A cookie by any other name

It is late afternoon and you have a twinge of hunger.  One of your co-workers sets out a plate of cookies and says, “I tried a new recipe for this high-fiber oatmeal snack made with healthy ingredients.  Whole grain oatmeal is good for your health because it contains soluble fiber. This oatmeal snack is low in saturated fat and has no trans fats.”  You help yourself to a cookie and begin to eat it.

How would it affect your eating if the cookies received a different introduction?  Same scenario, late afternoon, you’re hungry and a colleague offers you a tray of cookies, saying, “I tried this new recipe for gourmet cookies made with fresh butter and old-fashioned brown sugar.  These cookies are a real treat with a pleasant, sweet taste.”

Researchers at the University of Toronto used these two messages as they set out to investigate the effects of food-related beliefs about the healthiness of foods on the amount of food eaten during a snack.  In the study, undergraduate students were offered oatmeal raisin cookies under the guise of a market-research study involving a taste-testing task.  The students were offered identical cookies with one or the other introduction and invited to eat as many as they wanted after they had completed the taste-testing form.   Participants ate about 35% more when the cookies were presented as a healthy snack as opposed to when they were offered as a tasty treat.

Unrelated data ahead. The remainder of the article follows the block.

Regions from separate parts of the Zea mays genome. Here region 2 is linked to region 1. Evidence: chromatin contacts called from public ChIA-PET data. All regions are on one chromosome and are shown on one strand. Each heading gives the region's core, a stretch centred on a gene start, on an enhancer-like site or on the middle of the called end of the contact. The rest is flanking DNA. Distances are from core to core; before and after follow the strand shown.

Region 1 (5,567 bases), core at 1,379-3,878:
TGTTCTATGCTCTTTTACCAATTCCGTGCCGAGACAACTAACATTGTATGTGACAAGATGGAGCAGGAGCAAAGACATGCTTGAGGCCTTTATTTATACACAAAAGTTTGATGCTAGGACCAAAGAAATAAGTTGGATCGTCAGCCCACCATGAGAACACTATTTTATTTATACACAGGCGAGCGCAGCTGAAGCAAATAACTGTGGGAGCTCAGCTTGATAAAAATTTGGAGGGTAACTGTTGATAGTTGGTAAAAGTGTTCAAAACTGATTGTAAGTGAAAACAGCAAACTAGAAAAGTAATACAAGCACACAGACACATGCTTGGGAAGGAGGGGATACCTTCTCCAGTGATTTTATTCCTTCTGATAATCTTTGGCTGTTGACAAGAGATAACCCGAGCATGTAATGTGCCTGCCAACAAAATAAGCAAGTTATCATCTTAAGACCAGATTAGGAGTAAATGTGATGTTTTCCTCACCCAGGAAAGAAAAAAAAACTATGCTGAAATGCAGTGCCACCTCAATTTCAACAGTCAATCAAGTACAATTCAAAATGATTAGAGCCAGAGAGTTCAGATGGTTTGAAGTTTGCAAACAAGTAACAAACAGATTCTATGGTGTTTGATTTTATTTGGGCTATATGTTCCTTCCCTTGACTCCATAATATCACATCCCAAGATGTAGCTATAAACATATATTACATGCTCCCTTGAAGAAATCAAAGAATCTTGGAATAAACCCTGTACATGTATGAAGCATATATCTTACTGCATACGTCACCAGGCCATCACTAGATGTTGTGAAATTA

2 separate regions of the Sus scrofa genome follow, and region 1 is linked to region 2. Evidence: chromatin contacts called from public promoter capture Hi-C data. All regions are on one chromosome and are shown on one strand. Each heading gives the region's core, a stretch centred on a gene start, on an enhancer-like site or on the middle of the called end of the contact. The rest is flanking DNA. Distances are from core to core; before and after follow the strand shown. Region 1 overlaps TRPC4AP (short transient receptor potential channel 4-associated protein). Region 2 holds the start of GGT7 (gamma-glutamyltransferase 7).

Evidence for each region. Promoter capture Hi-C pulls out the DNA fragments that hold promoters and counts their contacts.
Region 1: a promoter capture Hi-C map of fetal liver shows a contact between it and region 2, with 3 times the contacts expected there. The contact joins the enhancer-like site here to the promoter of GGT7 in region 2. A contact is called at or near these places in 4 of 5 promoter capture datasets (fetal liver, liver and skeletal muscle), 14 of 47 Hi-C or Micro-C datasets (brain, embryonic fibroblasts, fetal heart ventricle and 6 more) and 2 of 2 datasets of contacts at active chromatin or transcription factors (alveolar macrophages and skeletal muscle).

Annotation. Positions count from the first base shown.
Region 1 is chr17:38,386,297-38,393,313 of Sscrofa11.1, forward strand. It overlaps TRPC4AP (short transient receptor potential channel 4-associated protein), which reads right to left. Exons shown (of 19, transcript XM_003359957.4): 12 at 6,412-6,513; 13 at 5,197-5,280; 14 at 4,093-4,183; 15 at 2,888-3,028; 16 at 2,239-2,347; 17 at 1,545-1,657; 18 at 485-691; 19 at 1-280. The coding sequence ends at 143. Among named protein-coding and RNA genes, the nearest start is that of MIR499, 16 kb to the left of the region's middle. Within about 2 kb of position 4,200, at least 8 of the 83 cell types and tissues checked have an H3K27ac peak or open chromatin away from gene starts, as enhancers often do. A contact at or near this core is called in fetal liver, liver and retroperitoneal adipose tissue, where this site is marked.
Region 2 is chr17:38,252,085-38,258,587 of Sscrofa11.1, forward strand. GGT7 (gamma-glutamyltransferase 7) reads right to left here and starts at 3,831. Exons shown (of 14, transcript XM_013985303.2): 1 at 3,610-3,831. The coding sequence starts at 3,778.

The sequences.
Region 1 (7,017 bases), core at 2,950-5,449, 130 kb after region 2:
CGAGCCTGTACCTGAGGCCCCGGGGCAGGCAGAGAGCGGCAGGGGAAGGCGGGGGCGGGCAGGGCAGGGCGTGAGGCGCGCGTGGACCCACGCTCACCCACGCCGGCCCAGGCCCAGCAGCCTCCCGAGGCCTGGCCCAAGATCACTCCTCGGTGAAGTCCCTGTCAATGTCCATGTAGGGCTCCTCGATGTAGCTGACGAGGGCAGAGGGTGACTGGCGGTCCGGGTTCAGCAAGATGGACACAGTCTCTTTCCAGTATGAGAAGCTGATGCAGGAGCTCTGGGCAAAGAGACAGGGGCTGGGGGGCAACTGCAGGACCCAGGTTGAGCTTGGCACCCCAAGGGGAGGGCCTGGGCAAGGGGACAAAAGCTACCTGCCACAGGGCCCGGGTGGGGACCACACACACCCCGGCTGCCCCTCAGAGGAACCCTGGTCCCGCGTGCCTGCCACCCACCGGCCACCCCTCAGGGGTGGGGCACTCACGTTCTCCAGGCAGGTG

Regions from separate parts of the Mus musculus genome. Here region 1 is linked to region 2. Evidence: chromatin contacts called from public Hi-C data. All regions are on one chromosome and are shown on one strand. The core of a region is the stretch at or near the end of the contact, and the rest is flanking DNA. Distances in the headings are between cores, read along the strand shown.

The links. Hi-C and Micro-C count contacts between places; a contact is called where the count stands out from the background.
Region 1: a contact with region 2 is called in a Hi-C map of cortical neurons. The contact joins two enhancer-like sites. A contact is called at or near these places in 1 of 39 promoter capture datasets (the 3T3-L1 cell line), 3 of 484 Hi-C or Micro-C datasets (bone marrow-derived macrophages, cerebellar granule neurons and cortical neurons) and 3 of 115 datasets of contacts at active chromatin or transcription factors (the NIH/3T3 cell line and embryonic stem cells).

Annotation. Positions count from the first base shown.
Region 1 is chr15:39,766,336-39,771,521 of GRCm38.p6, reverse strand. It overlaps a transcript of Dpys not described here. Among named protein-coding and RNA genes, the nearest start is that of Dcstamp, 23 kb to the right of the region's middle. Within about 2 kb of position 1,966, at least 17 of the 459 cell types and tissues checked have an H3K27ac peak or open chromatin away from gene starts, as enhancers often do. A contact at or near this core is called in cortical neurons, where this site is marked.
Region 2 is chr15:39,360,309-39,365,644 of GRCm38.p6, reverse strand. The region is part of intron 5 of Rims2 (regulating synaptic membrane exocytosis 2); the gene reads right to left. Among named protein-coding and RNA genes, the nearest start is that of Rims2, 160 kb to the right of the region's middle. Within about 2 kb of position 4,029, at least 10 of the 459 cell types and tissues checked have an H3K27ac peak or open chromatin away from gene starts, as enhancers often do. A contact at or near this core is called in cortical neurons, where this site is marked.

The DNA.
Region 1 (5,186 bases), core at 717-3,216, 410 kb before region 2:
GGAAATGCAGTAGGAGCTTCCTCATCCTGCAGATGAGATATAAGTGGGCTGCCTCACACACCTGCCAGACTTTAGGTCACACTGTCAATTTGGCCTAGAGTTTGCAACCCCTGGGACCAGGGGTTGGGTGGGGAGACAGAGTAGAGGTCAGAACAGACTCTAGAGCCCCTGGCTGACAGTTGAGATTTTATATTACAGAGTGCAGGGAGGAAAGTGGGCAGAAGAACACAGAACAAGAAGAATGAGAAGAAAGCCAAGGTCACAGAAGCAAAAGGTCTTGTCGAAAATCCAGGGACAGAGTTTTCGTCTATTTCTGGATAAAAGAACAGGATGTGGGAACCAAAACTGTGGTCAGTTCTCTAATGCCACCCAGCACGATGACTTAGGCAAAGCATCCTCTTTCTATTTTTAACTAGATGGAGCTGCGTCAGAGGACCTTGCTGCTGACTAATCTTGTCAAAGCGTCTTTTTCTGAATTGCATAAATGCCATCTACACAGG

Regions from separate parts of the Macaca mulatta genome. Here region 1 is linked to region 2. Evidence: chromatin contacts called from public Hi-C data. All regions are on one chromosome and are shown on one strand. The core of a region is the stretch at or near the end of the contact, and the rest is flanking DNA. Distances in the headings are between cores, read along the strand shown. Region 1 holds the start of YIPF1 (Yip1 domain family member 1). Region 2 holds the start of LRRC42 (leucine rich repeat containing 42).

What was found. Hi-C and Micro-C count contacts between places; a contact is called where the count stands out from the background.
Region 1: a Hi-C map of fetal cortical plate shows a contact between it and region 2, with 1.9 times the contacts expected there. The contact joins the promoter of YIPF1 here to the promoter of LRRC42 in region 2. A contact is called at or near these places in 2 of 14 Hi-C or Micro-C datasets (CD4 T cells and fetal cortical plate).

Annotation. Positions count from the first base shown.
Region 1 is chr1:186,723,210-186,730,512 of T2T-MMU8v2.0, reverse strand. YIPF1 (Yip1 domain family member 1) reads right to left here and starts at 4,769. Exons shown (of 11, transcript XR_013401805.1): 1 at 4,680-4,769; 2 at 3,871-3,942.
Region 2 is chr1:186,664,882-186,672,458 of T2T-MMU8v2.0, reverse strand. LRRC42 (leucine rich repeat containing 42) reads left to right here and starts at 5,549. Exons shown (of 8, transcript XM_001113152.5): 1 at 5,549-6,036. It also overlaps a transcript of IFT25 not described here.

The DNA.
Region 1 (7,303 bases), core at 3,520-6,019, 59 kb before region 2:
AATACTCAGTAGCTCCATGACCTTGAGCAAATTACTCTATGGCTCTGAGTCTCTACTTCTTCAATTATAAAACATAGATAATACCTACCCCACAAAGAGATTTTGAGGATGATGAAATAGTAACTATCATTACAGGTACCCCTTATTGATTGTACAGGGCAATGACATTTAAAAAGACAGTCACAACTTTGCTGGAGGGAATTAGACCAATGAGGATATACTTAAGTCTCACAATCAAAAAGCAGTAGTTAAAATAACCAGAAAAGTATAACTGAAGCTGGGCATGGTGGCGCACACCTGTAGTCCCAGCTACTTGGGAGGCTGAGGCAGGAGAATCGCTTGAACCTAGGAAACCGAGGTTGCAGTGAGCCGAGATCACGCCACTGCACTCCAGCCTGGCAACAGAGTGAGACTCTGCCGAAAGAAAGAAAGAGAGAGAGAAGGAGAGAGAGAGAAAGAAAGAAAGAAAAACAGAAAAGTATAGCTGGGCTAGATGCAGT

Eaters often categorize food as healthy (good) and unhealthy (bad) based on their perception of the fat/calorie content of the food or the fattening nature of the food. The classification also comes from stereotyping based on the name of the food. In this case, oatmeal snack = good, gourmet cookie = bad. 

No matter the reason, when a food is deemed “healthy” it seems okay to eat more of it.  The categorization itself, then, influences how much you eat without you even realizing it.  Healthy/unhealthy food thoughts manipulate your eating rather than allowing you to trust your natural instincts about whether or not you want a cookie. And if you do, how much to eat of it. 

Giving yourself unconditional permission to eat all foods lessens the impact of food-related messages.  With enough practice, you begin to disregard good food-bad food labels. You can savor the foods you choose and eat as much as you desire.


Provencher V, Polivy J, Herman CP. Perceived healthiness of food.  If it’s healthy, you can eat more! Appetite. 2009; 52:340-344.


2 comments so far

  1. Butter vs Margarine on

    That’s very interesting. I never thought of it that way that you will eat more when something is thought of as healthier. It really isn’t that great for you when you consume it in large quantities.

    • Peggy Crum on

      It is paradoxical. Labeling foods as either good or bad takes you out of your intuitive self. My clients tell the most fascinating stories about their discoveries when they give themselves permission to eat any and all foods.

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